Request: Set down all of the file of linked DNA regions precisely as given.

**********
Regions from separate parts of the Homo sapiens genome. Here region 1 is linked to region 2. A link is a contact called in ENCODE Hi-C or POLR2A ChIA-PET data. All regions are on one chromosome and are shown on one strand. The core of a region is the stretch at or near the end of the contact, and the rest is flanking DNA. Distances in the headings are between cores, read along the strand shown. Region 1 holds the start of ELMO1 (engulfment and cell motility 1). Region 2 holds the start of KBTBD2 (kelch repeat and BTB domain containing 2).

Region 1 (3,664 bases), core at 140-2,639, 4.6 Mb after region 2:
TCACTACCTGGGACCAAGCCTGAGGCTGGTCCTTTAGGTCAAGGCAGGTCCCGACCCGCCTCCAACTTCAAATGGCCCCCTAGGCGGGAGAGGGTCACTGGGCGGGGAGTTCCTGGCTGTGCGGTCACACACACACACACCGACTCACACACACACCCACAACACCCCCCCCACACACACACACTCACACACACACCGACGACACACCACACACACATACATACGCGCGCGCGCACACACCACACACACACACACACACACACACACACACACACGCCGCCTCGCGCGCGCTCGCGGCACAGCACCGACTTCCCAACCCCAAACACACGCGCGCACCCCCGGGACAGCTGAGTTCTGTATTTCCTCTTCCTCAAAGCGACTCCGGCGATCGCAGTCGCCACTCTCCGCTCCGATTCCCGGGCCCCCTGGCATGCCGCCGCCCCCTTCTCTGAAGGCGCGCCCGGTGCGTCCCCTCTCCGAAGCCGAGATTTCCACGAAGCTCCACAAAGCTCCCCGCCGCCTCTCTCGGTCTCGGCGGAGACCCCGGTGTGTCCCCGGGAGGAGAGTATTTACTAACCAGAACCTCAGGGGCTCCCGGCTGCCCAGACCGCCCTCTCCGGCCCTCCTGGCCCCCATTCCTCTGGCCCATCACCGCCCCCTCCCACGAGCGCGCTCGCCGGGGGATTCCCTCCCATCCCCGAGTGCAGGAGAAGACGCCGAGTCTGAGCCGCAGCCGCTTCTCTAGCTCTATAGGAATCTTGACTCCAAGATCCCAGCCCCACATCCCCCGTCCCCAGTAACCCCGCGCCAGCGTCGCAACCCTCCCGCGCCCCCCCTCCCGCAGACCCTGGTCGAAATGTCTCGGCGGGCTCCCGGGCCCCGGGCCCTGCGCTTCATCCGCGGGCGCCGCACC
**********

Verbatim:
Regions from separate parts of the Homo sapiens genome. Here region 1 is linked to region 2. A link is a contact called in ENCODE Hi-C or POLR2A ChIA-PET data. All regions are on one chromosome and are shown on one strand. The core of a region is the stretch at or near the end of the contact, and the rest is flanking DNA. Distances in the headings are between cores, read along the strand shown. Region 1 holds the start of ELMO1 (engulfment and cell motility 1). Region 2 holds the start of KBTBD2 (kelch repeat and BTB domain containing 2).

Region 1 (3,664 bases), core at 140-2,639, 4.6 Mb after region 2:
TCACTACCTGGGACCAAGCCTGAGGCTGGTCCTTTAGGTCAAGGCAGGTCCCGACCCGCCTCCAACTTCAAATGGCCCCCTAGGCGGGAGAGGGTCACTGGGCGGGGAGTTCCTGGCTGTGCGGTCACACACACACACACCGACTCACACACACACCCACAACACCCCCCCCACACACACACACTCACACACACACCGACGACACACCACACACACATACATACGCGCGCGCGCACACACCACACACACACACACACACACACACACACACACACGCCGCCTCGCGCGCGCTCGCGGCACAGCACCGACTTCCCAACCCCAAACACACGCGCGCACCCCCGGGACAGCTGAGTTCTGTATTTCCTCTTCCTCAAAGCGACTCCGGCGATCGCAGTCGCCACTCTCCGCTCCGATTCCCGGGCCCCCTGGCATGCCGCCGCCCCCTTCTCTGAAGGCGCGCCCGGTGCGTCCCCTCTCCGAAGCCGAGATTTCCACGAAGCTCCACAAAGCTCCCCGCCGCCTCTCTCGGTCTCGGCGGAGACCCCGGTGTGTCCCCGGGAGGAGAGTATTTACTAACCAGAACCTCAGGGGCTCCCGGCTGCCCAGACCGCCCTCTCCGGCCCTCCTGGCCCCCATTCCTCTGGCCCATCACCGCCCCCTCCCACGAGCGCGCTCGCCGGGGGATTCCCTCCCATCCCCGAGTGCAGGAGAAGACGCCGAGTCTGAGCCGCAGCCGCTTCTCTAGCTCTATAGGAATCTTGACTCCAAGATCCCAGCCCCACATCCCCCGTCCCCAGTAACCCCGCGCCAGCGTCGCAACCCTCCCGCGCCCCCCCTCCCGCAGACCCTGGTCGAAATGTCTCGGCGGGCTCCCGGGCCCCGGGCCCTGCGCTTCATCCGCGGGCGCCGCACC